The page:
Acting (Re)considered: A Theoretical and Practical Guide

By Phillip B. Zarrilli | Go to book overview

24

TASK AND VISION

Willem Dafoe in LSD

Philip Auslander

I'm this particular guy who has to go through these particular paces. It's not so much that I'm putting forward my personality, but because of the various actions I have to do, I'm presenting my personality in how I field those actions. That is the acting in it. I'm a guy given a character, a performing persona, and I'm going through these little structures and how I field them is how I live in this piece.

(Willem Dafoe)

Task and vision, vision in the form of a task.

(John Ashbery, “Years of Indiscretion”)

A discussion of Willem Dafoe is inevitably a discussion of the Wooster Group, the performance collective of which he is a member and which has been the most important formative influence on his approach to acting/performing. Dafoe draws a distinction between these activities; his hesitation to make it categorical reflects the Group's multi-tracked, polysemic production style. The essential structural principle of its work is juxtaposition, often of extremely dissimilar elements (e.g., a reading of Our Town and a comedy routine in blackface in Routes 1 & 9). The performers refer to and practice a variety of performance modes and styles in each piece, ranging from realistic acting to task-based collage (Point Judith), from work on familiar texts to recreations of the Group's own processes and experiences. The Group's current (at time of writing) production, LSD ( … Just the High Points …), is, amongst other things, a performance compendium which includes all of the interests just mentioned and restates images and concerns explored in previous pieces.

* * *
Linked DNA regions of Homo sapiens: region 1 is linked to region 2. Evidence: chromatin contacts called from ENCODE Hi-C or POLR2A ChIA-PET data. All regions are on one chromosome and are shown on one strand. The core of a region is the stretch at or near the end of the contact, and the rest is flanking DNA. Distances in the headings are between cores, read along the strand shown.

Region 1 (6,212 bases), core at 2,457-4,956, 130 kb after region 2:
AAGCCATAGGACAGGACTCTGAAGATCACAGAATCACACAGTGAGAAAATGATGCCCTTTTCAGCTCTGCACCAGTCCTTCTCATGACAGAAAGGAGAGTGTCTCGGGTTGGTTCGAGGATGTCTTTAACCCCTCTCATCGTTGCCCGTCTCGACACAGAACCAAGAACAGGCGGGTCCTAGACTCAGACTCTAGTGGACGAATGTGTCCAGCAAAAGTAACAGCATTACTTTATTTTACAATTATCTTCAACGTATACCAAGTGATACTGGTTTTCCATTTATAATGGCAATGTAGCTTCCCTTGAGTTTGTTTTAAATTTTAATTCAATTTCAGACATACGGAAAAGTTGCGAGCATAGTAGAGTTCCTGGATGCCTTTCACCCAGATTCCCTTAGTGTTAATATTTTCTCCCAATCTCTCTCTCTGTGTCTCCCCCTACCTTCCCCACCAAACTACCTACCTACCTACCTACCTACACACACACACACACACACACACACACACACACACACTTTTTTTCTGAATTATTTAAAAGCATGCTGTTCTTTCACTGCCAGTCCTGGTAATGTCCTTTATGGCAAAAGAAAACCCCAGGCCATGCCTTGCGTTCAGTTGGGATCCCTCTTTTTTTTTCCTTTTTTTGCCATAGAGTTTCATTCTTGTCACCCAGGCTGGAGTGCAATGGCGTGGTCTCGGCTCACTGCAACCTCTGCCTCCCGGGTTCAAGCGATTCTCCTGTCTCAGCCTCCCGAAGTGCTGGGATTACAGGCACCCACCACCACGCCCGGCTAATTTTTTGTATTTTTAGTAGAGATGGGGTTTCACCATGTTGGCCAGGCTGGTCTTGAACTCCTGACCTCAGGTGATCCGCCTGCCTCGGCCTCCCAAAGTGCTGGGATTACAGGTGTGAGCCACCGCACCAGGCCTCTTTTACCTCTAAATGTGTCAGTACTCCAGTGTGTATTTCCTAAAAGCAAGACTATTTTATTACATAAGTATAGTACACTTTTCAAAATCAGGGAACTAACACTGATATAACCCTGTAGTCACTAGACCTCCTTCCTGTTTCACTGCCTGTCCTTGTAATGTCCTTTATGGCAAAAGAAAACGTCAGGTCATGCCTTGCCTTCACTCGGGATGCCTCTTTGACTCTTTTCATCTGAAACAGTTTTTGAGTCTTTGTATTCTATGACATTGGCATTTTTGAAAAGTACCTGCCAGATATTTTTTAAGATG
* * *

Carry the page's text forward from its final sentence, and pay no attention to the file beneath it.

The baseline of the Group's work is a set of performance personae adopted by its members, roughly comparable to the “lines” in a Renaissance theatre troupe. These personae, while not fixed, recur from piece to piece and reflect to some extent the personalities and interactions of the collective's members.

-305-

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Acting (Re)considered: A Theoretical and Practical Guide
Table of contents

Table of contents

  • Title Page iii
  • Contents vii
  • List of Illustrations ix
  • Preface xvi
  • Acknowledgements xviii
  • 1 - General Introduction 1
  • Part I - Theories of and Meditations on Acting 5
  • 2 - Introduction 7
  • 3 - The Actor's Presence 23
  • 4 - On Acting and Not-Acting 40
  • 5 - “just Be Your Self” 53
  • 6 - The Actor's Emotions Reconsidered: 62
  • Part II - (Re)Considering the Body and Training 83
  • 7 - Introduction 85
  • 8 - An Amulet Made of Memory: 99
  • 9 - Meyerhold's Biomechanics 106
  • 10 - Etienne Decroux's Promethean Mime 129
  • 11 - Actor Training in the Neutral Mask 140
  • 12 - Bali and Grotowski 148
  • 13 - Culture is the Body 163
  • 14 - My Bodies 168
  • 15 - “on the Edge of a Breath, Looking” 181
  • 16 - The Gardzienice Theatre Association of Poland 200
  • 17 - Effector Patterns of Basic Emotions 219
  • Part III - (Re)Considering the Actor in Performance 239
  • 18 - Introduction 241
  • 19 - Brecht and the Contradictory Actor 248
  • 20 - Dario Fo 260
  • 21 - Forum Theatre 268
  • 22 - Resisting the “organic” 277
  • 23 - Rachel Rosenthal Creating Her Selves 291
  • 24 - Task and Vision 305
  • 25 - David Warrilow 311
  • 26 - Robert Wilson and the Actor 319
  • 27 - Anna Deavere Smith 334
  • Notes 345
  • Bibliography and References Cited 363
  • Bibliographical Note 388
  • Index 389
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